Monday, December 9, 2013

Over Tumbled Graves

Jess Walter
Over Tumbled Graves

Harper, 2001

Spokane, Wash., early 2000s. Serial killer kills young prostitutes one after another, getting rid of potential evidence, and places them on the southern bank of the river, for which he eventually gets the name Southbank Killer. A characteristic feature of these murders are twenty dollars, invariably squeezed in a victim’s hand. Police take away body from the scene of murder, and in some time the killer allocates a new corpse in the same place.

When the murders are not yet linked as the work of a serial killer, Sergeant Alan Dupree, old school cop, a mocker and a hater of bureaucracy, handles the cases. Bosses barely tolerate him, but he is the best detective there is in the city. He is helped by a young detective Spivey, humorless and lacking street skills academy graduate and a relative of someone in authority.

The novel begins though not with a serial killer, but with a seemingly ordinary bust of a drug dealer, which leads to unexpected consequences. Detective Caroline Mabry in a group of other undercover detectives in the park watch the dealer nicknamed Burn when he meets with the client. Because of Caroline the dealer and the client disappear, and the whole group of detectives, except Caroline, goes back to the department. But Caroline spots suspects hiding and begins to pursue them to the bridge over the waterfall. The buyer suddenly pushes Burn off a bridge and the dealer is falling. Caroline chooses between two options: pursue the buyer or rescue the dealer from the river – and she selects the second. She does not save Burn, and he is washed away and goes to the waterfall. His body will not be found for a few more months.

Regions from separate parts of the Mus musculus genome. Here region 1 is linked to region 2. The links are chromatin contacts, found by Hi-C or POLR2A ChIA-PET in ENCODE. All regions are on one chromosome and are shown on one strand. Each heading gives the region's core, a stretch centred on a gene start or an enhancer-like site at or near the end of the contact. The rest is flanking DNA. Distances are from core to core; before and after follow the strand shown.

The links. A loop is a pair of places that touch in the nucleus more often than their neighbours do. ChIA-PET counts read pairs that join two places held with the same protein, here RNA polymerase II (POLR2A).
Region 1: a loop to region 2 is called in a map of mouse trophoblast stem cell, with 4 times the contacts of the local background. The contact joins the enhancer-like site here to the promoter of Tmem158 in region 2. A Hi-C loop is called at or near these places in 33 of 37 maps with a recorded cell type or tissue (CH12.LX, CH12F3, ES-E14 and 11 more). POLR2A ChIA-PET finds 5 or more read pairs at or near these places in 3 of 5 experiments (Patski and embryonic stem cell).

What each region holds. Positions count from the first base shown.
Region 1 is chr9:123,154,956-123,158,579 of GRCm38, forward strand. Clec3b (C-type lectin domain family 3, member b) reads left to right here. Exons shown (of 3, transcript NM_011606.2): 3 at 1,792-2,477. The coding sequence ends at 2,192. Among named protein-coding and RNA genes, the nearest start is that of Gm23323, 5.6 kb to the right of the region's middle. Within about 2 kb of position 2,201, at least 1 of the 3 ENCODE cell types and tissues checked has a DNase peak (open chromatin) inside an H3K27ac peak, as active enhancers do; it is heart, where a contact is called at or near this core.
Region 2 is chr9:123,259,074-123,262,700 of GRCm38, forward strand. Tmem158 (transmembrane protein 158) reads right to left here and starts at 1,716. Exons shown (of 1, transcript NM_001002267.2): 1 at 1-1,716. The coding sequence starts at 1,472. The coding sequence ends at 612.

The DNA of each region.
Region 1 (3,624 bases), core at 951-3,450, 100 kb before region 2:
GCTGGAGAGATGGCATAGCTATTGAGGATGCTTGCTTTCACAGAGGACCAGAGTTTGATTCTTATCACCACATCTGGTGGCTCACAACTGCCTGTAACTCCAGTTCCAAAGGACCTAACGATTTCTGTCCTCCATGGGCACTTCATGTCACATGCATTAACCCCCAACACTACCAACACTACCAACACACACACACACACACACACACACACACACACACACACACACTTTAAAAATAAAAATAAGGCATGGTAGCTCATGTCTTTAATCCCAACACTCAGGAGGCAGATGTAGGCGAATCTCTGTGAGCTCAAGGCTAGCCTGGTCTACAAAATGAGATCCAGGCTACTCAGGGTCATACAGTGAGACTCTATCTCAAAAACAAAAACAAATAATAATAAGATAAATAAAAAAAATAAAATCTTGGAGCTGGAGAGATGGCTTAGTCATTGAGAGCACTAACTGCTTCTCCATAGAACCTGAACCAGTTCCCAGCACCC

Good books about serial killers are such a rare thing as the elusive serial killers - sooner or later they get caught. The debut novel by journalist Walter though has at its center serial-killer plot, it is not a pure serial killer novel. Successful novel about a maniac never confined to the cat and mouse game, it always has something else to it.

Over Tumbled Graves offers a realistic portrait of the police work and the gallery of live characters. In the center of the story is a middle-aged detective Caroline Marby, intelligent and courageous woman. In addition to a degree in criminology she also understands poetry. Marby is complex character. She cares about the investigation, but does not get obsessed. She does not roll into banality, which is already used too much: Detective loses sleep and mind because of one case. Caroline can use her head, but she is not some eccentric supersleuth. This is a woman with a pile of problems on her mind, and she has no one to rely on. Male staff worries about her, although she does not need to be cared of. Her relationship with Dupree is too far from the clichéd. It is not banal "left one, came to another", but a maze of complex emotions.

The harsh reality is emphasized with humor and satire. Responsible for humor is Dupree, spitting jokes in the dialogues and reports, and for satire are two FBI profilers. They are even the subject of a storyline where both veteran FBI agents compete who is greater. Both are concerned not with the victims, but with the opportunity to get a contract for a book or TV show. The dialogue between one of the profilers and Caroline:
«She looked down at her drink. “He told me that you were an arrogant prick who said not to even call back until we got to double digits.”

He smiled and nodded at the better translation. “That’s right. That’s what I said. Double digits.»

Serial-killer center plot is used by Walter rationally and intriguingly. The author avoids the clichés: chapters written in italics from the POV of the killer, inaccurate timing, descriptions of cruelty, illogical actions of the police. Walter knowingly specialized in true-crime: you won’t find mistakes in detailes.

Even those for whom plot may seem secondary (and it is so, any novel about a serial killer is secondary) will be captivated by the level of writing: Walter writes lyrically, but at the same time down to earth. As a stylist, Walter is a cut above the average mystery writer.

Over Tumbled Graves is an intelligent and entertaining novel; best serial-killer novel after The Concrete Blonde by Michael Connelly.

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